We started a spotlight series on the Distinctive Inns of New England (DINE) a few weeks ago. To date, we’ve created profiles or spotlights on Manor On Golden Pond, Rabbit Hill Inn, Chesterfield Inn and last week’s Grafton Inn. The spotlights allow armchair travelers that might love to be enjoying a winter getaway to start planning for their next romantic escape to DINE country, when it feels safe once again. Use these spotlights to learn all about the 10 DINE members and their histories, innkeepers and special INNsider tips.
Today, we’ll focus on the Harbor Light Inn in Marblehead, MA.
Picture the Harbor Light Inn
Located just 17 miles north of Boston and 15 miles from Logan Airport, the Harbor Light Inn might be described as part boutique Boston hotel and part beautifully historic inn. Found nestled within the pre-revolutionary Old Town district and surrounded by streets and homes where Washington and Lafayette roamed, both the inn and the surroundings are steeped in history and maritime lore. This boutique-style hotel/inn offers an important nod to it’s legacy in the architecture of the buildings making up the Harbor Light Inn, along with the period furnishings. At the same time contemporary amenities that travelers can’t live without today – like in-room wi-fi, HD TVs plus breakfast and refreshments – are all also included in the stay. And vestiges to the town’s maritime history (it is after all dubbed the Yachting Capitol of the World) are found in the chandeliers, brasswork, hand carvings, paintings, etchings and prints that are reflections of the fortunes and treasures brought home from a thousand different ports and lifetimes as sea. That maritime heritage continues today with owners, Peter and Suzanne Conway, who are avid yachtsmen.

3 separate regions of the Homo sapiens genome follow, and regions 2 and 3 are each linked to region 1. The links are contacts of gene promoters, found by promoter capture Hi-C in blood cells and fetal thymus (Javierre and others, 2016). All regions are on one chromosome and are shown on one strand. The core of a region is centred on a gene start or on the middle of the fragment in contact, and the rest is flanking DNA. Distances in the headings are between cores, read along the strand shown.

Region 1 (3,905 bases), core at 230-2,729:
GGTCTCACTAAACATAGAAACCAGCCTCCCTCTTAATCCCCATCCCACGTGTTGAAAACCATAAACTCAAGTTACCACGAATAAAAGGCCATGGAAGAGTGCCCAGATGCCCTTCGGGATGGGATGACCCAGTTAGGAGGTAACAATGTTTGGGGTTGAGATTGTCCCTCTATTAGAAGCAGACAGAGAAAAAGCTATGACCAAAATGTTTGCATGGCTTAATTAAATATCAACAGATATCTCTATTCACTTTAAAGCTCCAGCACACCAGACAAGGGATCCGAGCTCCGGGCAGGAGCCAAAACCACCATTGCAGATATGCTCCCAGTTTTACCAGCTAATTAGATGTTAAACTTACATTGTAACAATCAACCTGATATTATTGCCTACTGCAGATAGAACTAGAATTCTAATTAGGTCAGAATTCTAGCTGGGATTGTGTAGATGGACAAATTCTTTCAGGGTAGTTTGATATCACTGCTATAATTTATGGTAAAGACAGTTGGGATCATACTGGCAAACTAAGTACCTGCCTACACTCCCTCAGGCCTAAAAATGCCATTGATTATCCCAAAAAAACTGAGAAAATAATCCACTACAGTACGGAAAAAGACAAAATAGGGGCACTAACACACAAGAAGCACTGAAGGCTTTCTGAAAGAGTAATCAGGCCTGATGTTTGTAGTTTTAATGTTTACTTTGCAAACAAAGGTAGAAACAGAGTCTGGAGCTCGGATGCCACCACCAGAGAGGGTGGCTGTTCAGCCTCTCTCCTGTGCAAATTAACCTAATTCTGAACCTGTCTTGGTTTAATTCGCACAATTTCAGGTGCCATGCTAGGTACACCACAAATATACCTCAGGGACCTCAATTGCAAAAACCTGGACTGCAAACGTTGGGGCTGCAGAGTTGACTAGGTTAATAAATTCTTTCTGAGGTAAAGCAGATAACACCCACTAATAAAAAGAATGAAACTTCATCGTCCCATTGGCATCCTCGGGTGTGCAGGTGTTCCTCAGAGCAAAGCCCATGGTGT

Yet, it’s not the 18th century architecture nor the character furnishings of each unique guest room that makes the Harbor Light Inn distinctive. It’s the warm welcome, the added amenities and the care with which hospitality is delivered at the Harbor Light Inn that makes it one of the finest boutique hotels/inns north of Boston.